The Appellate Division granted defendants leave to appeal (87 AD3d 1414 [4th Dept 2011]). We now modify the Appellate Division's order to direct a new trial on the issue of damages for Mr. Oakes's pain and suffering, and otherwise affirm.
We agree with the Appellate Division majority that the claimed excessiveness of the trial court's additur was not properly before it, though we reach that conclusion by a route different from the one the Appellate Division took.
Defendants were not required, in order to preserve their claim that the additur was excessive, to identify a specific amount that they considered reasonable. As Justice Peradotto pointed out, defendants made clear in opposing plaintiffs' motion for a new trial their view that the first jury's award was reasonable, and "that an additur in any amount would be inappropriate" (Oakes v Patel, 87 AD3d at 823 [Peradotto, J, dissenting]). The Appellate Division regularly reviews, and sometimes accepts, arguments that an additur or remittitur granted by a trial court is either excessive or inadequate (see e.g., Perlin v King, 36 AD3d 495 [1st Dept 2007]; Rivera v Lincoln Ctr. for Performing Arts, Inc., 16 AD3d 274 [1st Dept 2005]; Carlos v W.H.P. 19, 301 AD2d 423 [1st Dept 2003]).
In no such case, as far as we are aware, has the appellant's claim been held unpreserved for failure to specify a more reasonable increase or decrease in the damages, and imposing such a requirement would serve little purpose.
But a party that wants to challenge the amount of an additur or remittitur on appeal must do so before a new trial takes place. The chief benefit of the devices known as additur and remittitur is that, when they are accepted, they spare the parties and the court the burden and expense of a second trial. Deferring appellate review until after the second trial destroys that benefit. Such a deferral also gives the party opposing the additur or remittitur an unjustified tactical advantage: if successful on appeal, that party can choose whether to accept the new amount of the additur or remittitur, already knowing what the second jury has awarded.
No case has been cited to us in which an appellate court has modified an additur or remittitur after the increased or decreased judgment has been rejected and a new trial has taken place. The Supreme Court of Florida, in the only case we are aware of that addresses a similar question, was also unable to find any such decision anywhere (Poole v Veterans Auto Sales & Leasing Co., 668 So 2d 189, 191 [Fla 1996]). And under New York appellate practice, review of an additur or remittitur after final judgment would seem inconsistent with the rule that an order granting a new trial -- the only kind of order that can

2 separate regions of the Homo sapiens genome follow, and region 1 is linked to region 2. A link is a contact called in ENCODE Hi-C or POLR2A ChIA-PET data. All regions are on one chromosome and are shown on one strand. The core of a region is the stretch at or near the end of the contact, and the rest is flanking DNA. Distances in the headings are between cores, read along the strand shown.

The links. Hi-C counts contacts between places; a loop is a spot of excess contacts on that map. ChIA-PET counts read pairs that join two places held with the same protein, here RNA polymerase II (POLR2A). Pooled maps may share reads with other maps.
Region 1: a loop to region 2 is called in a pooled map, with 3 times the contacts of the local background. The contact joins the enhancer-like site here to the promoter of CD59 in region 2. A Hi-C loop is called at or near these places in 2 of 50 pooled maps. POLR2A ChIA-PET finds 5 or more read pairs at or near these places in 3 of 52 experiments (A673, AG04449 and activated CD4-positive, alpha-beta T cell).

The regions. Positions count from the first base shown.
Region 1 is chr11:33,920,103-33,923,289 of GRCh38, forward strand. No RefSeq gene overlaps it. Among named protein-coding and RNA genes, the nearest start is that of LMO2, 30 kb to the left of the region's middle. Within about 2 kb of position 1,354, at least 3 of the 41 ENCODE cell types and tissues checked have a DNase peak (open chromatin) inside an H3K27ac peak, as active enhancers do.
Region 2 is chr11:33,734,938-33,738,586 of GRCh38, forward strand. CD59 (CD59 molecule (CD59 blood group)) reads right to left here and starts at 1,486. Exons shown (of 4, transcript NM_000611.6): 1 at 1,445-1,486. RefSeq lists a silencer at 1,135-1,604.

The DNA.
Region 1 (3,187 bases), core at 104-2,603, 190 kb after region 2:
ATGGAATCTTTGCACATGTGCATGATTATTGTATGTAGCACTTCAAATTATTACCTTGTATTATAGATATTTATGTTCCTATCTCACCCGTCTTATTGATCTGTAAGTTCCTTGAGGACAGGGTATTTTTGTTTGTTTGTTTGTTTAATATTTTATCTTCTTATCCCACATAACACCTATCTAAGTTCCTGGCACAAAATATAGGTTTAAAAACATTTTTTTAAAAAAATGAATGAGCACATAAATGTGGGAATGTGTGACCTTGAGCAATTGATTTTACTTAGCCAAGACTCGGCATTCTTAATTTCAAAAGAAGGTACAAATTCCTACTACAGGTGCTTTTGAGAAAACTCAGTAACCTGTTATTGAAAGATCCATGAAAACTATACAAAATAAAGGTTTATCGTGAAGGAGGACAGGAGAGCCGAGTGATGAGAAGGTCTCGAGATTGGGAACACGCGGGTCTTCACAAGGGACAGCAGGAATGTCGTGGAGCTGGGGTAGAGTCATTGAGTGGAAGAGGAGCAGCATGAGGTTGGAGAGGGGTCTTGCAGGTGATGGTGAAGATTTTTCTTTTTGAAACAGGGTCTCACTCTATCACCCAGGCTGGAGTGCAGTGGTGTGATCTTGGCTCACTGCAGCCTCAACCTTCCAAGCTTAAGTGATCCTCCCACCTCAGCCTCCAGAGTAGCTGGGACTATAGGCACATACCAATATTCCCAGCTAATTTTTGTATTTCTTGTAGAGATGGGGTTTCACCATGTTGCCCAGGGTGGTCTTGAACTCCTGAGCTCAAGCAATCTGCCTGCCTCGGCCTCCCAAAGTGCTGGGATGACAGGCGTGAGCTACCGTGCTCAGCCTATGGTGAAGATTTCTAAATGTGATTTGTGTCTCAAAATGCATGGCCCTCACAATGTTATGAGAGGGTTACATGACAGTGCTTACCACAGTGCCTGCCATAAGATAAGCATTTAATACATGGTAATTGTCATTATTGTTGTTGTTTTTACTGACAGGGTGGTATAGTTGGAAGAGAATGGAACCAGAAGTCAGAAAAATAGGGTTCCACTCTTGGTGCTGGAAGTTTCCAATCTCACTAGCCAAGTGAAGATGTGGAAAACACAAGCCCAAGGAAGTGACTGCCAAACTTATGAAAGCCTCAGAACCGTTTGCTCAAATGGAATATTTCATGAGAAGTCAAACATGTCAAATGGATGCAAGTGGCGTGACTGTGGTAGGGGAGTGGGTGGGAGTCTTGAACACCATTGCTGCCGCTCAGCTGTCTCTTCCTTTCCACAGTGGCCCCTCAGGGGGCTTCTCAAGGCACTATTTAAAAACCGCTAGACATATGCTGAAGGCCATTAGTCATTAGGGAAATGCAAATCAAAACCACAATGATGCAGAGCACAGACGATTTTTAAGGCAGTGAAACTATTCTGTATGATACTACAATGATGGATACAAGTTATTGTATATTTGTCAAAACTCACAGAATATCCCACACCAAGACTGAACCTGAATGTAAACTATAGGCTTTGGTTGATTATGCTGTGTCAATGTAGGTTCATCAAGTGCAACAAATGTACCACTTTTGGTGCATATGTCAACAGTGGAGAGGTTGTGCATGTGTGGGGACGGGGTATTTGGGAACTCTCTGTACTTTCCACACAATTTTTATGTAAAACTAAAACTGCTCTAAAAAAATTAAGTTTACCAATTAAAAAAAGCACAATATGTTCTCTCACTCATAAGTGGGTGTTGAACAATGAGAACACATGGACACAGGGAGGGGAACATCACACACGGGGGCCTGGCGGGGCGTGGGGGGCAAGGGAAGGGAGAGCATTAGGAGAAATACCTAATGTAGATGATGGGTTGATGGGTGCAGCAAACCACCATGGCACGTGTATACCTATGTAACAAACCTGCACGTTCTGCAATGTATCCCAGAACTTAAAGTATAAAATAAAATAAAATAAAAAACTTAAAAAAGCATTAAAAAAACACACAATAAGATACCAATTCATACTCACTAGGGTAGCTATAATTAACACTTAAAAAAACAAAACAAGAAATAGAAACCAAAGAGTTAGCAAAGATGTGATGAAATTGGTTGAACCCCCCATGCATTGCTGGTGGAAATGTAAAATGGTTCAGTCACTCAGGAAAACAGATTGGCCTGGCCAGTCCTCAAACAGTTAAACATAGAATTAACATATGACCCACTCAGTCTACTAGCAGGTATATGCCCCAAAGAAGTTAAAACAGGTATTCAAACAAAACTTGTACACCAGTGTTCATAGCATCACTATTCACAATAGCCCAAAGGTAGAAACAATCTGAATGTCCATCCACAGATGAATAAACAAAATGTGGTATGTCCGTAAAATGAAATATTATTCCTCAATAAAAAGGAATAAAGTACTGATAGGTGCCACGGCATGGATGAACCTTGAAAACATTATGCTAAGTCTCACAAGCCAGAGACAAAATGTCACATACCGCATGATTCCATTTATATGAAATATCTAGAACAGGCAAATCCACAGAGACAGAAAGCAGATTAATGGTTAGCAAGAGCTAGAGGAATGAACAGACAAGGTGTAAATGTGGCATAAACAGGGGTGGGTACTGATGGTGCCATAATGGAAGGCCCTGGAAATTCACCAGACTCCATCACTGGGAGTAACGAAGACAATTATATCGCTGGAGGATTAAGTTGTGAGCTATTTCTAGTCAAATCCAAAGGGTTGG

include an additur or remittitur -- is not one that "necessarily affects" a final judgment and so is not brought up for review when the final judgment is appealed (see CPLR 5501 [a] ; Karger, Powers of the New York Court of Appeals § 9.5, at 312 [3d ed rev]).
We see no unfairness in requiring a party dissatisfied with the size of an additur or remittitur to obtain appellate review before any retrial. If there is not time for such review, and neither the trial court nor the appellate court will grant a stay, the party's remedy is to reject the proffered stipulation and retry the case. Defendants here pursued that remedy. They are not entitled to another remedy because they are displeased with the result.
Kaleida argues that its motion to amend its answer to assert a defense of release, made between the first and second trials, should have been granted. The other defendants join the argument, because a release of Kaleida would reduce their exposure to damages under General Obligations Law § 15-108. Before considering the argument, however, we must decide whether we have the power to do so. The question arises because, as we mentioned above, under CPLR 5501 (a) (1) an appeal from a final judgment brings up for review a non-final judgment or order only when the non-final decision "necessarily affects the final judgment." The reviewability of the order denying Kaleida's motion to amend depends on whether it meets that description.
Our opinions have rarely discussed the meaning of the expression "necessarily affects" in CPLR 5501 (a) (1). (Matter of Aho, 39 NY2d 241, 248  and Siegmund Strauss, Inc. v East 149th Realty Corp., 20 NY3d 37  are exceptions.) We have never attempted, and we do not now attempt, a generally applicable definition. Various tests have been proposed, but how to apply them to particular cases is not self-evident, and our decisions in this area may not all be consistent (see generally, Karger, Powers of the New York Court of Appeals § 9:5 at 304-314 [3d ed. 2005]).